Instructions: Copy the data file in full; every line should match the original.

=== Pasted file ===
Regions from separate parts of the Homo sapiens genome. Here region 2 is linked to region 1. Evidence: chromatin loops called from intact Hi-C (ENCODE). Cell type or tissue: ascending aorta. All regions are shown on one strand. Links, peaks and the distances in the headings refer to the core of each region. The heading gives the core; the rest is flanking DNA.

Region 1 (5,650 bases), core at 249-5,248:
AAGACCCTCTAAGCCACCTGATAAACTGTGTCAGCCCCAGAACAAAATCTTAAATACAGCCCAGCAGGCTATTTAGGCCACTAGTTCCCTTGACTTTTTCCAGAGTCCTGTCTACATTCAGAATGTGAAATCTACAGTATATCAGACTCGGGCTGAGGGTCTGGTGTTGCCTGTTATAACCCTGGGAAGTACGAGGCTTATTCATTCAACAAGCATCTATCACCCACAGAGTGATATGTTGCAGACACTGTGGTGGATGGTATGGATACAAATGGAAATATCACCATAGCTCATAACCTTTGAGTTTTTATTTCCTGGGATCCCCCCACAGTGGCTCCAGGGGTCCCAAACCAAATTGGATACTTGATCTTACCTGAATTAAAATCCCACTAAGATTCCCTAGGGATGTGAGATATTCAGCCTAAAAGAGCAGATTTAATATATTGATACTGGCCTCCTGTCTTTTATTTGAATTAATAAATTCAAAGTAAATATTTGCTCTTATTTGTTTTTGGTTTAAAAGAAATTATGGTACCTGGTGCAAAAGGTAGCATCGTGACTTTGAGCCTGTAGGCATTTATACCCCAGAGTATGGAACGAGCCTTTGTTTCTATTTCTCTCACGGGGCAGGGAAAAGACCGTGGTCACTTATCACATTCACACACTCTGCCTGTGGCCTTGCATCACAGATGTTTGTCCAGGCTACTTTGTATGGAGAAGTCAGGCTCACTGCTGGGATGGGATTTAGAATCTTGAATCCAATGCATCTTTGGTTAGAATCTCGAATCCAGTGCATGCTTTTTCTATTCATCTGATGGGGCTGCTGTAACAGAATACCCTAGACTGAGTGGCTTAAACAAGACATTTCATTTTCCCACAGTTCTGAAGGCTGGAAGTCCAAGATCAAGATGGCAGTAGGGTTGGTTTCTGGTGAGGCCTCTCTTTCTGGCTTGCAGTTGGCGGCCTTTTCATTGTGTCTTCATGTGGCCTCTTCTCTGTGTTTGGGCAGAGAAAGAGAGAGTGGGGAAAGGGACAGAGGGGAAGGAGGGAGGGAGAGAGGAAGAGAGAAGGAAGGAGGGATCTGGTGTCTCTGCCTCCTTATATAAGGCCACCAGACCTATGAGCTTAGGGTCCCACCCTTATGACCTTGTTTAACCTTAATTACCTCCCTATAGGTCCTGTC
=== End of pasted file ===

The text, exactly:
Regions from separate parts of the Homo sapiens genome. Here region 2 is linked to region 1. Evidence: chromatin loops called from intact Hi-C (ENCODE). Cell type or tissue: ascending aorta. All regions are shown on one strand. Links, peaks and the distances in the headings refer to the core of each region. The heading gives the core; the rest is flanking DNA.

Region 1 (5,650 bases), core at 249-5,248:
AAGACCCTCTAAGCCACCTGATAAACTGTGTCAGCCCCAGAACAAAATCTTAAATACAGCCCAGCAGGCTATTTAGGCCACTAGTTCCCTTGACTTTTTCCAGAGTCCTGTCTACATTCAGAATGTGAAATCTACAGTATATCAGACTCGGGCTGAGGGTCTGGTGTTGCCTGTTATAACCCTGGGAAGTACGAGGCTTATTCATTCAACAAGCATCTATCACCCACAGAGTGATATGTTGCAGACACTGTGGTGGATGGTATGGATACAAATGGAAATATCACCATAGCTCATAACCTTTGAGTTTTTATTTCCTGGGATCCCCCCACAGTGGCTCCAGGGGTCCCAAACCAAATTGGATACTTGATCTTACCTGAATTAAAATCCCACTAAGATTCCCTAGGGATGTGAGATATTCAGCCTAAAAGAGCAGATTTAATATATTGATACTGGCCTCCTGTCTTTTATTTGAATTAATAAATTCAAAGTAAATATTTGCTCTTATTTGTTTTTGGTTTAAAAGAAATTATGGTACCTGGTGCAAAAGGTAGCATCGTGACTTTGAGCCTGTAGGCATTTATACCCCAGAGTATGGAACGAGCCTTTGTTTCTATTTCTCTCACGGGGCAGGGAAAAGACCGTGGTCACTTATCACATTCACACACTCTGCCTGTGGCCTTGCATCACAGATGTTTGTCCAGGCTACTTTGTATGGAGAAGTCAGGCTCACTGCTGGGATGGGATTTAGAATCTTGAATCCAATGCATCTTTGGTTAGAATCTCGAATCCAGTGCATGCTTTTTCTATTCATCTGATGGGGCTGCTGTAACAGAATACCCTAGACTGAGTGGCTTAAACAAGACATTTCATTTTCCCACAGTTCTGAAGGCTGGAAGTCCAAGATCAAGATGGCAGTAGGGTTGGTTTCTGGTGAGGCCTCTCTTTCTGGCTTGCAGTTGGCGGCCTTTTCATTGTGTCTTCATGTGGCCTCTTCTCTGTGTTTGGGCAGAGAAAGAGAGAGTGGGGAAAGGGACAGAGGGGAAGGAGGGAGGGAGAGAGGAAGAGAGAAGGAAGGAGGGATCTGGTGTCTCTGCCTCCTTATATAAGGCCACCAGACCTATGAGCTTAGGGTCCCACCCTTATGACCTTGTTTAACCTTAATTACCTCCCTATAGGTCCTGTC